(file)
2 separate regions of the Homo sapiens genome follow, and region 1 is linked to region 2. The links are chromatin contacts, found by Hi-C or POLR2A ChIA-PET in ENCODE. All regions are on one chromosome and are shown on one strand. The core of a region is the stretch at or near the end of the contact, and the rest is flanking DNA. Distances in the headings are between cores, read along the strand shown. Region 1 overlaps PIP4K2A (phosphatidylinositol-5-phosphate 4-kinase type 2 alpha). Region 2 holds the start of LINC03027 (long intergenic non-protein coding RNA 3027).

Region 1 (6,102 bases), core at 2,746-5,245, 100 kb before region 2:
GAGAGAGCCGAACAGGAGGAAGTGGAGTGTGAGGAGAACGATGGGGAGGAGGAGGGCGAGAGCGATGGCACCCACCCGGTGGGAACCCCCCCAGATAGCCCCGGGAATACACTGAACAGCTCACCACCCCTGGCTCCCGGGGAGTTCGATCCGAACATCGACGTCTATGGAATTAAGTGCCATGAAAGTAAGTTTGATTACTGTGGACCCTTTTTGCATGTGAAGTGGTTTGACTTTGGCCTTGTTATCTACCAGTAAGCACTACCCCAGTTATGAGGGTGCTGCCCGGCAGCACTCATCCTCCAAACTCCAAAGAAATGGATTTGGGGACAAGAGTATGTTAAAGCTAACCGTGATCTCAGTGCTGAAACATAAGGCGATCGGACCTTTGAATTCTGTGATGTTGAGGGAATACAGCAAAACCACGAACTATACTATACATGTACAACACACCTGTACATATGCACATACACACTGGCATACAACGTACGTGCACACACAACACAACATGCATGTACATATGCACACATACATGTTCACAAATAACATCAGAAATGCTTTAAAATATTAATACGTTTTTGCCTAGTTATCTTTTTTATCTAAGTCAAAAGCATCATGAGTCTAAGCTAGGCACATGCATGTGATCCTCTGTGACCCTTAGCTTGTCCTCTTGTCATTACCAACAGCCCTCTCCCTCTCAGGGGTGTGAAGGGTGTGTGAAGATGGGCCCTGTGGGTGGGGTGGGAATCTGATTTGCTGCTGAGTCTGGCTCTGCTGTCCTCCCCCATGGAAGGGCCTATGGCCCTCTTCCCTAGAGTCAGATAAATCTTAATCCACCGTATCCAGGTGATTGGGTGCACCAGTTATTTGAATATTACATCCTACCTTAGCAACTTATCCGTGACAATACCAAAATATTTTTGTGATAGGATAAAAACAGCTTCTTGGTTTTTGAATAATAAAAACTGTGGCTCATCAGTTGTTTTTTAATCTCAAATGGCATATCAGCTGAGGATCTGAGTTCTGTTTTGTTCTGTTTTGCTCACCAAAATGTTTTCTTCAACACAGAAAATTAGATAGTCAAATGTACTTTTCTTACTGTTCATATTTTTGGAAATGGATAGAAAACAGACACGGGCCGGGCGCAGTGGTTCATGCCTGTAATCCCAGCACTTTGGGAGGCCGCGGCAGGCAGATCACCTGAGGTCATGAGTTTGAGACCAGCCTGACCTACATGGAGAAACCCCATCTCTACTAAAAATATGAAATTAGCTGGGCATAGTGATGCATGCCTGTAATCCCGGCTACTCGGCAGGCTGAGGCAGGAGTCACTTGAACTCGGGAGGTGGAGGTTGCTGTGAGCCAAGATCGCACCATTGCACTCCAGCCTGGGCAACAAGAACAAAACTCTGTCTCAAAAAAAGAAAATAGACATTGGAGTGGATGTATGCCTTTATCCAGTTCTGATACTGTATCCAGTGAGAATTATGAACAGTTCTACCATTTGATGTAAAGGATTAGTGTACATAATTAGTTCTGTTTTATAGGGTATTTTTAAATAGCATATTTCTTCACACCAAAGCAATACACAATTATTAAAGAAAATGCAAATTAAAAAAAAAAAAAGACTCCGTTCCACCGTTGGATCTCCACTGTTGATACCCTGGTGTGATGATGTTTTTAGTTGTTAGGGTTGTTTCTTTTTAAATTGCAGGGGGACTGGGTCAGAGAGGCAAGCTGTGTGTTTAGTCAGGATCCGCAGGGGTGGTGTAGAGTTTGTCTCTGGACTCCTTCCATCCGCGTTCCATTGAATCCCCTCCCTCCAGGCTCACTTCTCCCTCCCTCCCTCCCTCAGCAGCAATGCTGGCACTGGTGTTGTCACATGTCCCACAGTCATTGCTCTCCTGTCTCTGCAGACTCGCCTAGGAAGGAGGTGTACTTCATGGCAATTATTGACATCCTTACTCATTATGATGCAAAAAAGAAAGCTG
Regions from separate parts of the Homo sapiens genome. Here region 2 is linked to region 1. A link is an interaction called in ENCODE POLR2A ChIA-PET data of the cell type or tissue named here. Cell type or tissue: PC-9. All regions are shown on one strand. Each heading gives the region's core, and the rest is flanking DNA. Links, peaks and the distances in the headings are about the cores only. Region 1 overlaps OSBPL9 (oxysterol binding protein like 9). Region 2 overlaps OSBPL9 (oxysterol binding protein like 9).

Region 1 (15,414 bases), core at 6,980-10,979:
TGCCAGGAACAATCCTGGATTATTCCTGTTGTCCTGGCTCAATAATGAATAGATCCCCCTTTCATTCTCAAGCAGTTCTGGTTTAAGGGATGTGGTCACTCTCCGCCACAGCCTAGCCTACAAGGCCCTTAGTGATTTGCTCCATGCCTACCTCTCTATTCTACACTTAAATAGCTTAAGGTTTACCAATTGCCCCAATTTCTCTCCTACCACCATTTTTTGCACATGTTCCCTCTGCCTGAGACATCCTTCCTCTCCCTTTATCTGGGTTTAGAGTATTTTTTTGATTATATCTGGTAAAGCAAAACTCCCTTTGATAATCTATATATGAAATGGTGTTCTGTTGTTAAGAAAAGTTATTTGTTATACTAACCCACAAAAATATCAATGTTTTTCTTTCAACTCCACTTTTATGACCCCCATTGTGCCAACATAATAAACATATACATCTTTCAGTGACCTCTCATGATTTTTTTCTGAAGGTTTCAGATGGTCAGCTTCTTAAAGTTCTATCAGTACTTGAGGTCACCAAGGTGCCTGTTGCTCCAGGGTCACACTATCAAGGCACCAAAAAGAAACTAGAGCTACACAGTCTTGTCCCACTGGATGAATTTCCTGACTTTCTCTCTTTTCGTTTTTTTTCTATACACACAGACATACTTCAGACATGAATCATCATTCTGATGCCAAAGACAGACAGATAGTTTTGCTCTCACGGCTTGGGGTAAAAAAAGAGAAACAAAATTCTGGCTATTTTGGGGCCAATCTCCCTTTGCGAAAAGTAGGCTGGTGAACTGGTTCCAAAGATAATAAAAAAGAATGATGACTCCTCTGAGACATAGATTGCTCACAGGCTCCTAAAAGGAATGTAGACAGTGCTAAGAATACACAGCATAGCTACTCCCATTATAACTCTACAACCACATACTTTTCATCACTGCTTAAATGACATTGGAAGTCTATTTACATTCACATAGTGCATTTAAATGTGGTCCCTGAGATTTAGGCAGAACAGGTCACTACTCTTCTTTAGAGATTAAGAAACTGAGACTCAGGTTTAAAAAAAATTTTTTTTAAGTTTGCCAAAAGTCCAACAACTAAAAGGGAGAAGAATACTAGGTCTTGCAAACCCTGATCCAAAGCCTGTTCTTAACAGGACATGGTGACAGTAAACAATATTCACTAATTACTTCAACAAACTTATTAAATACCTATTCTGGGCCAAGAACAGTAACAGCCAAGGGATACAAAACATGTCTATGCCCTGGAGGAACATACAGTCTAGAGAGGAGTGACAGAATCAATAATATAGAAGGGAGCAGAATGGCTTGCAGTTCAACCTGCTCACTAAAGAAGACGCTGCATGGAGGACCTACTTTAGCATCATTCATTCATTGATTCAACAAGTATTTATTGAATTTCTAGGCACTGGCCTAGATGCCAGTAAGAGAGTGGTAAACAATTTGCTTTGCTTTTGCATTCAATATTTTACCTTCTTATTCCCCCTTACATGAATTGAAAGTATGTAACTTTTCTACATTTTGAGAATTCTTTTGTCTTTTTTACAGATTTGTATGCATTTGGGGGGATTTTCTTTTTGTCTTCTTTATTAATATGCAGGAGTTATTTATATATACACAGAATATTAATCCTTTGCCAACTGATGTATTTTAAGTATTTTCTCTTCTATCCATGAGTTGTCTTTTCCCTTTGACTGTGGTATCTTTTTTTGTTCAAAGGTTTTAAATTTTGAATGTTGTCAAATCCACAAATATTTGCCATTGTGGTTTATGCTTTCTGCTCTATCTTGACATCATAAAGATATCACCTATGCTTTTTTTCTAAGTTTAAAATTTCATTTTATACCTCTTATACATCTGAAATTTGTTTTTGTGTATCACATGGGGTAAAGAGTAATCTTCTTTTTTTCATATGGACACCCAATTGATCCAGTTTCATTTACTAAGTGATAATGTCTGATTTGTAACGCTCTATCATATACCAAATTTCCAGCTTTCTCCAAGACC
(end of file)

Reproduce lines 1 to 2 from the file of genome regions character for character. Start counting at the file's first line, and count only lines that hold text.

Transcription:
2 separate regions of the Homo sapiens genome follow, and region 1 is linked to region 2. The links are chromatin contacts, found by Hi-C or POLR2A ChIA-PET in ENCODE. All regions are on one chromosome and are shown on one strand. The core of a region is the stretch at or near the end of the contact, and the rest is flanking DNA. Distances in the headings are between cores, read along the strand shown. Region 1 overlaps PIP4K2A (phosphatidylinositol-5-phosphate 4-kinase type 2 alpha). Region 2 holds the start of LINC03027 (long intergenic non-protein coding RNA 3027).

Region 1 (6,102 bases), core at 2,746-5,245, 100 kb before region 2: